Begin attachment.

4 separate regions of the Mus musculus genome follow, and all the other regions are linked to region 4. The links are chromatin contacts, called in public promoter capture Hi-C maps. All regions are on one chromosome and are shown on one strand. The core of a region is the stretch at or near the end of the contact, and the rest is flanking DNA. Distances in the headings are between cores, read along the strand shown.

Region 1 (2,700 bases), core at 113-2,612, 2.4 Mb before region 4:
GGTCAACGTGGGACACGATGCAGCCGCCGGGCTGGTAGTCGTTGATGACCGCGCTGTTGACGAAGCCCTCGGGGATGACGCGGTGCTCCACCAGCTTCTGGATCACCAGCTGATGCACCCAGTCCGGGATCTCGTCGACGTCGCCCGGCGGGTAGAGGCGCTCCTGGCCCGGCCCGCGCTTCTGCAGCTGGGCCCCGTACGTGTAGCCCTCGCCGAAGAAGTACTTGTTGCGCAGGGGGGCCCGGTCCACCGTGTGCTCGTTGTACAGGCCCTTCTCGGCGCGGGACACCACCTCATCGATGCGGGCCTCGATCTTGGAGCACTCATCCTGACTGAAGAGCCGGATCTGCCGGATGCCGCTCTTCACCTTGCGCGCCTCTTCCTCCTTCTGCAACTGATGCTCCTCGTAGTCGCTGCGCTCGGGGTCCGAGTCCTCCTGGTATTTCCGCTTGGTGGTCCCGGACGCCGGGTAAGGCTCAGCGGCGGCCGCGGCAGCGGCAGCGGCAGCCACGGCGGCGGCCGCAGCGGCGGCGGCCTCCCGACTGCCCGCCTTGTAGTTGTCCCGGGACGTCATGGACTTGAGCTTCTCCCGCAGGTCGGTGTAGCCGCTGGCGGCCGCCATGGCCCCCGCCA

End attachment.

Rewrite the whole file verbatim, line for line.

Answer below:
4 separate regions of the Mus musculus genome follow, and all the other regions are linked to region 4. The links are chromatin contacts, called in public promoter capture Hi-C maps. All regions are on one chromosome and are shown on one strand. The core of a region is the stretch at or near the end of the contact, and the rest is flanking DNA. Distances in the headings are between cores, read along the strand shown.

Region 1 (2,700 bases), core at 113-2,612, 2.4 Mb before region 4:
GGTCAACGTGGGACACGATGCAGCCGCCGGGCTGGTAGTCGTTGATGACCGCGCTGTTGACGAAGCCCTCGGGGATGACGCGGTGCTCCACCAGCTTCTGGATCACCAGCTGATGCACCCAGTCCGGGATCTCGTCGACGTCGCCCGGCGGGTAGAGGCGCTCCTGGCCCGGCCCGCGCTTCTGCAGCTGGGCCCCGTACGTGTAGCCCTCGCCGAAGAAGTACTTGTTGCGCAGGGGGGCCCGGTCCACCGTGTGCTCGTTGTACAGGCCCTTCTCGGCGCGGGACACCACCTCATCGATGCGGGCCTCGATCTTGGAGCACTCATCCTGACTGAAGAGCCGGATCTGCCGGATGCCGCTCTTCACCTTGCGCGCCTCTTCCTCCTTCTGCAACTGATGCTCCTCGTAGTCGCTGCGCTCGGGGTCCGAGTCCTCCTGGTATTTCCGCTTGGTGGTCCCGGACGCCGGGTAAGGCTCAGCGGCGGCCGCGGCAGCGGCAGCGGCAGCCACGGCGGCGGCCGCAGCGGCGGCGGCCTCCCGACTGCCCGCCTTGTAGTTGTCCCGGGACGTCATGGACTTGAGCTTCTCCCGCAGGTCGGTGTAGCCGCTGGCGGCCGCCATGGCCCCCGCCA